Wednesday, January 18, 2006

Brussels has told Spain to stop being nasty to non-resident foreigners who have a taxable income here. This includes those taxed on the notional rental value of their holiday home. In contrast to Spanish residents, these pay a [much higher] flat 25% but this turns out to be illegal under EU rules against differential treatment of EU citizens. I’m sure the Spanish government will desist from penalising foreigners in this way but probably around the same time the country shifts wholesale to European working and eating hours. All tax authorities love such soft touches as ‘rich’ people who are not in a position to take effective action against inequity.

An interesting confrontation is developing in the Basque country. Like the IRA, the ETA terrorist group has a political arm, Batasuna. The difference is the latter is illegal in Spain, whereas Sinn Fein is not in the UK. Nonetheless, Batasuna is planning to hold a conference this coming Saturday and the president, Mr Zapatero, has said he regards this as permissible under some right to meet. Others, though, take a different view and have taken the matter to the National Court. Yesterday, this decided that the meeting would be illegal and instructed the Basque government to prevent it. We wait to see if and how this will be done. Meanwhile, one positive aspect of all this is that it’s removed the Catalan constitution negotiations from the front pages.

Sad to relate, it’s a regular topic of conversation among foreigners here that the Spanish are not well-mannered. The most frequent complaint is they lack any sense of personal space and so use both the pavement and road as if no one else was on them. My own view is that it’s simplistic to say the Spanish are bad mannered. My experience is they can be as well-mannered as anyone else, but with the crucial proviso they are aware of your existence. The truth appears to be the Spanish are not brought up to be terribly sensitive to others and so do not instinctively take your needs [e. g. for personal space] into consideration. For this reason, it’s true you won’t see here some of the little ‘courtesies’ that occur in other cultures. In contrast, though, once the Spanish become aware of your existence, they can be far more friendly and considerate than elsewhere. It’s a paradox and, at times, it can irritate but, basically, the challenge is to force yourself into the mental orbit of others. Nice in theory but I admit it’s hard to walk along the street shouting ‘Boo!’ in the face of everyone who looks set to walk straight into you.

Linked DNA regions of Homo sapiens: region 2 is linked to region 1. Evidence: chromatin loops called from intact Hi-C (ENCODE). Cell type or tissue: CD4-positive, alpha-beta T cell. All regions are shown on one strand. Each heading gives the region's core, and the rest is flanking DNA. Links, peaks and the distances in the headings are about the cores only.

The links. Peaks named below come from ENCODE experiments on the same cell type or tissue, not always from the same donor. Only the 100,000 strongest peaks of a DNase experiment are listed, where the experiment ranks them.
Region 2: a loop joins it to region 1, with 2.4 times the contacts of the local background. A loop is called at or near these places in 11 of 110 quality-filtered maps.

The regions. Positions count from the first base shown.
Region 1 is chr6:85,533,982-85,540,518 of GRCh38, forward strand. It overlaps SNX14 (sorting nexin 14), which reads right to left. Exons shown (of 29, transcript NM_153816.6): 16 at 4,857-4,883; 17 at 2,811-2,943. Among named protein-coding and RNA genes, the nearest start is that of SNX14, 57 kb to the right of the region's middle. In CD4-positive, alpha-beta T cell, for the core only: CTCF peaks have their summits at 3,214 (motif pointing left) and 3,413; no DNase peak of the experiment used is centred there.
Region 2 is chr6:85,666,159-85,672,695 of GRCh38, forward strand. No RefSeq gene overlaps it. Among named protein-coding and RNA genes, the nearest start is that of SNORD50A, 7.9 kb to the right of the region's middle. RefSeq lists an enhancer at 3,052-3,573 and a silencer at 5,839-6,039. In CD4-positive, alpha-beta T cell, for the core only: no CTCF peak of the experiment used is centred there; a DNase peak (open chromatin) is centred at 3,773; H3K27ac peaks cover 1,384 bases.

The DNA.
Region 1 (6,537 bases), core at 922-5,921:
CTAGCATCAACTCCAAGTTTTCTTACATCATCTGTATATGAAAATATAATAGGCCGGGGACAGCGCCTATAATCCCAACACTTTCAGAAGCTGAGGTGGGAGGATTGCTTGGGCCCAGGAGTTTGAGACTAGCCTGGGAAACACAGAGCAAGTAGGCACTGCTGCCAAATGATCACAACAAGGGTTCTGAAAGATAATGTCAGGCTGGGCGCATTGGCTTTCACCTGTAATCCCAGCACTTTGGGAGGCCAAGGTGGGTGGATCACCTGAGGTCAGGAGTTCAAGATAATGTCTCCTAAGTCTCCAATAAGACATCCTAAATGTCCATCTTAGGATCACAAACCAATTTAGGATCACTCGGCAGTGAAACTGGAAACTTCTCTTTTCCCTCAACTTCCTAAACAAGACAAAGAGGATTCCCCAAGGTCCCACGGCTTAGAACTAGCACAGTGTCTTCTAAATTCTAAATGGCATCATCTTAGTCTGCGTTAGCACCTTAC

1 comment:

trevor@k'alebeul said...

The trick on the street is not to look at them as collision becomes imminent. Then they will get out of the way. If you look at them and also have the misfortune to believe in equal rights to pavement space, then you'll either get in a fight or have to wait a long time for them to give way. Being large and/or carrying an axe is helpful in both cases.